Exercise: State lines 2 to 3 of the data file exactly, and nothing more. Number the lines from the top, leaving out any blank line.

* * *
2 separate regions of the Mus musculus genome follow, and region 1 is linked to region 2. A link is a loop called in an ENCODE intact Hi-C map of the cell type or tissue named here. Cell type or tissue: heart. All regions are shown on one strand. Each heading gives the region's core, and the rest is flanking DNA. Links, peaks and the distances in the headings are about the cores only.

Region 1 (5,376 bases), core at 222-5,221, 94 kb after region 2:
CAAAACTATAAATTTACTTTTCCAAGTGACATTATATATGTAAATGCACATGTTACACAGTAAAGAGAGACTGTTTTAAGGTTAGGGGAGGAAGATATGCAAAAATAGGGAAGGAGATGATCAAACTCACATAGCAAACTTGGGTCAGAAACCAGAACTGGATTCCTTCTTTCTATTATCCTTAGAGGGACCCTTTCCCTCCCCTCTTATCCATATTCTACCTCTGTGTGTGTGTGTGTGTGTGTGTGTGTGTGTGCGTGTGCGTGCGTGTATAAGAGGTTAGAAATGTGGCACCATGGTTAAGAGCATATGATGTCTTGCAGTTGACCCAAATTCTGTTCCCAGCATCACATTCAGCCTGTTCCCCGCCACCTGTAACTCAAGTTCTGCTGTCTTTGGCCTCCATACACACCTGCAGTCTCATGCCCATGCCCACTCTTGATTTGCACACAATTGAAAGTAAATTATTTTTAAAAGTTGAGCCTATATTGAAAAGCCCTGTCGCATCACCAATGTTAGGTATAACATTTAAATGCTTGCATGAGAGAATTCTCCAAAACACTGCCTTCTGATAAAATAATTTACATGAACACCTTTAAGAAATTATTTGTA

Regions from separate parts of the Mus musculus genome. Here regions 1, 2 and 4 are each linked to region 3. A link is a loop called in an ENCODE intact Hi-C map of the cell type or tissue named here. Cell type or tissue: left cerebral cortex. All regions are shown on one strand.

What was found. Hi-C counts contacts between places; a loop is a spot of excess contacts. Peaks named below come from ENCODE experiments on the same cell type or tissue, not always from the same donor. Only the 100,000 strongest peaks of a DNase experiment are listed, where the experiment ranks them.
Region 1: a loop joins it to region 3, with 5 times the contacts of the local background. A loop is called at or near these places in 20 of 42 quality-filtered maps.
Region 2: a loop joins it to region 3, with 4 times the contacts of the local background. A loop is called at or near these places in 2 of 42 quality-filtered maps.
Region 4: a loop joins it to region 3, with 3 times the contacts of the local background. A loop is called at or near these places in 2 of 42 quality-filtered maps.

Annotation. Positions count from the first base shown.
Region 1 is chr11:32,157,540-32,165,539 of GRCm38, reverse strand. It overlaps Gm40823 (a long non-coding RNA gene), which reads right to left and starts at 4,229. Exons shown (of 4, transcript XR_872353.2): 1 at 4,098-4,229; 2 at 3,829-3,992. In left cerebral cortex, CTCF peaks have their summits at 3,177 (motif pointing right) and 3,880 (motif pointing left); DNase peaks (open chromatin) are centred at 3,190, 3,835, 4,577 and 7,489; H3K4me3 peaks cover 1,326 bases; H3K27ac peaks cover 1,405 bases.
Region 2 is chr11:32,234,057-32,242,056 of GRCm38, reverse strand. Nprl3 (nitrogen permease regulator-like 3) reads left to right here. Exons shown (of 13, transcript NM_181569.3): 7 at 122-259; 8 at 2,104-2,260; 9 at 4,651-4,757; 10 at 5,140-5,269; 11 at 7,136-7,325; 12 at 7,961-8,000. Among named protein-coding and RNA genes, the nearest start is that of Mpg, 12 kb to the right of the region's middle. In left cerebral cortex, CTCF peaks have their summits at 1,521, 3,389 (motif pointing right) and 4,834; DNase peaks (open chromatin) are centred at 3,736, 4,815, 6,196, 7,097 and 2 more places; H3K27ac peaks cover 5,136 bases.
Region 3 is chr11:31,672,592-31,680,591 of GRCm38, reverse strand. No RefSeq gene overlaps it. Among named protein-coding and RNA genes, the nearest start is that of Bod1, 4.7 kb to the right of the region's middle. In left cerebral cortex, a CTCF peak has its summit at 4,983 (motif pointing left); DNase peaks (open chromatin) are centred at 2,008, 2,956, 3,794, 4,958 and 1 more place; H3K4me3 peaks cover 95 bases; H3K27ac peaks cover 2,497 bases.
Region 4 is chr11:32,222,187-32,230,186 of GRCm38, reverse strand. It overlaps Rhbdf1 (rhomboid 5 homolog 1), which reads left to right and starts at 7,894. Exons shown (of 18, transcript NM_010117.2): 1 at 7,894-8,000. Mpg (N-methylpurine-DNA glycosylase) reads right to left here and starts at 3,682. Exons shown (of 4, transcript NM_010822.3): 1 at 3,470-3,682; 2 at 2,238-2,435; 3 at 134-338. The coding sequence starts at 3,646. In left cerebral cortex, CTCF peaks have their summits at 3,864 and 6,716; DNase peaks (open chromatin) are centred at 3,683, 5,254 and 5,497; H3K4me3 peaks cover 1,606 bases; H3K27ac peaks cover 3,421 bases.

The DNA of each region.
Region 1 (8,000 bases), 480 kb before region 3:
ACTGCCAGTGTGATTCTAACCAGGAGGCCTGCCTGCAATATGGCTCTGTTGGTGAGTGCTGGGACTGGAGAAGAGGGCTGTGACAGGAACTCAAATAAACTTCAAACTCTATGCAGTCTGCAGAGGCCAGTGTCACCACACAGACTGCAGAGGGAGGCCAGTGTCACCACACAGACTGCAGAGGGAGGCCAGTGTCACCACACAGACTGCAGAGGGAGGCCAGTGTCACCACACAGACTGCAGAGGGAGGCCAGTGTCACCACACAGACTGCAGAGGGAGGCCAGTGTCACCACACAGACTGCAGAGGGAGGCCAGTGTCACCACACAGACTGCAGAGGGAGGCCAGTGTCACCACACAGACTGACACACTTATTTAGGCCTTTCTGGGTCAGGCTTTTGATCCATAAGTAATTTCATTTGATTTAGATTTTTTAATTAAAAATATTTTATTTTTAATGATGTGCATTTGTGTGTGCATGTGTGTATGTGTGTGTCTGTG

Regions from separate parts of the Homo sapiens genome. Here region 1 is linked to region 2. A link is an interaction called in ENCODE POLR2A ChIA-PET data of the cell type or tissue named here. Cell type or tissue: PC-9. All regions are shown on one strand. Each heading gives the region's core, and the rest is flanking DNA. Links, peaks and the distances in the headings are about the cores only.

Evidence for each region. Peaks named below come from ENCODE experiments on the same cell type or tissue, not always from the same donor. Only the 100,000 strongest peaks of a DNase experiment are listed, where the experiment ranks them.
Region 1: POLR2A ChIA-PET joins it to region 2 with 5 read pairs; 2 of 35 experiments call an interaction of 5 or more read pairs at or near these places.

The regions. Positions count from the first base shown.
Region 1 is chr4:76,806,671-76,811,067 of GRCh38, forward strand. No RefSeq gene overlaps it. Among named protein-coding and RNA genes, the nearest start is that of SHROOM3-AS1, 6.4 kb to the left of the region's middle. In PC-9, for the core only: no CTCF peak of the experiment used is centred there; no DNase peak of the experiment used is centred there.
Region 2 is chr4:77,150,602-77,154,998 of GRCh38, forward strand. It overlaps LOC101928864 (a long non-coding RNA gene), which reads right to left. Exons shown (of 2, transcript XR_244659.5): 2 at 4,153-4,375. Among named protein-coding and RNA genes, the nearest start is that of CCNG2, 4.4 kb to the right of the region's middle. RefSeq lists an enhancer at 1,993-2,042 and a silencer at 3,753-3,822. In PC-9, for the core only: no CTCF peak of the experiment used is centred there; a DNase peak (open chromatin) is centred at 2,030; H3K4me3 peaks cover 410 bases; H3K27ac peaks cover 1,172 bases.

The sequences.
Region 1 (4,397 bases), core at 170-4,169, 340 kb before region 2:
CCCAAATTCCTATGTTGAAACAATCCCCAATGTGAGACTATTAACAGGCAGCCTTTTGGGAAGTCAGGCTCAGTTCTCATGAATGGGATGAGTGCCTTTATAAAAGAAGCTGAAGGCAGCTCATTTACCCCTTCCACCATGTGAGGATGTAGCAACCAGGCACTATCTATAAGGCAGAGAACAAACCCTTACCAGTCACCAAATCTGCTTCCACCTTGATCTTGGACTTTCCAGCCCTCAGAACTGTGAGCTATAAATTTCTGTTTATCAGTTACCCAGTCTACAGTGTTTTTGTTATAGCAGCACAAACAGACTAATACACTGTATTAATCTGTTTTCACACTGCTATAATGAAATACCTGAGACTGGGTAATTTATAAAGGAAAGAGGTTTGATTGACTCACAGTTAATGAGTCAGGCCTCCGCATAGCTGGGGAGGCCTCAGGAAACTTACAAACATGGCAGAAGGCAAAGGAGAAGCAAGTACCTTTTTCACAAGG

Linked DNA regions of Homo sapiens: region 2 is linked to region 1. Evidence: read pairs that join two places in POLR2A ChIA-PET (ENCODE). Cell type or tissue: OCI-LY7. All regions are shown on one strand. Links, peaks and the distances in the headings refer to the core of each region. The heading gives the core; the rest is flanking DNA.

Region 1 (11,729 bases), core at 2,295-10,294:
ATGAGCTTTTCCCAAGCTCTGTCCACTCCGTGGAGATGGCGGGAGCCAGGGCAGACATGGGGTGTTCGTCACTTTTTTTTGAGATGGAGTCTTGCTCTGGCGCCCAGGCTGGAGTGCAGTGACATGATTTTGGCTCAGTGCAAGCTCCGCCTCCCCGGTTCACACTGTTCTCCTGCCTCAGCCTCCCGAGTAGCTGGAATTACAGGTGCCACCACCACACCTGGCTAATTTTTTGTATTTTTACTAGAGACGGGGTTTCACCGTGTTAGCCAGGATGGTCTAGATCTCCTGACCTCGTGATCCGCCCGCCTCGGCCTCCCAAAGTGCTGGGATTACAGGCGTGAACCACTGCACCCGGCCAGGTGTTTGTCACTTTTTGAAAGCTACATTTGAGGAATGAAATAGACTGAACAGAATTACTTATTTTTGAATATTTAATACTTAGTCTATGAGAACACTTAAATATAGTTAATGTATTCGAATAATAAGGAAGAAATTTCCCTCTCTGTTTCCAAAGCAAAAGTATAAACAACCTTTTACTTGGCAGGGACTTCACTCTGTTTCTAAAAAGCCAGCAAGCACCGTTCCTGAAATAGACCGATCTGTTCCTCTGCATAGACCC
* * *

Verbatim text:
Region 1 (5,376 bases), core at 222-5,221, 94 kb after region 2:
CAAAACTATAAATTTACTTTTCCAAGTGACATTATATATGTAAATGCACATGTTACACAGTAAAGAGAGACTGTTTTAAGGTTAGGGGAGGAAGATATGCAAAAATAGGGAAGGAGATGATCAAACTCACATAGCAAACTTGGGTCAGAAACCAGAACTGGATTCCTTCTTTCTATTATCCTTAGAGGGACCCTTTCCCTCCCCTCTTATCCATATTCTACCTCTGTGTGTGTGTGTGTGTGTGTGTGTGTGTGTGCGTGTGCGTGCGTGTATAAGAGGTTAGAAATGTGGCACCATGGTTAAGAGCATATGATGTCTTGCAGTTGACCCAAATTCTGTTCCCAGCATCACATTCAGCCTGTTCCCCGCCACCTGTAACTCAAGTTCTGCTGTCTTTGGCCTCCATACACACCTGCAGTCTCATGCCCATGCCCACTCTTGATTTGCACACAATTGAAAGTAAATTATTTTTAAAAGTTGAGCCTATATTGAAAAGCCCTGTCGCATCACCAATGTTAGGTATAACATTTAAATGCTTGCATGAGAGAATTCTCCAAAACACTGCCTTCTGATAAAATAATTTACATGAACACCTTTAAGAAATTATTTGTA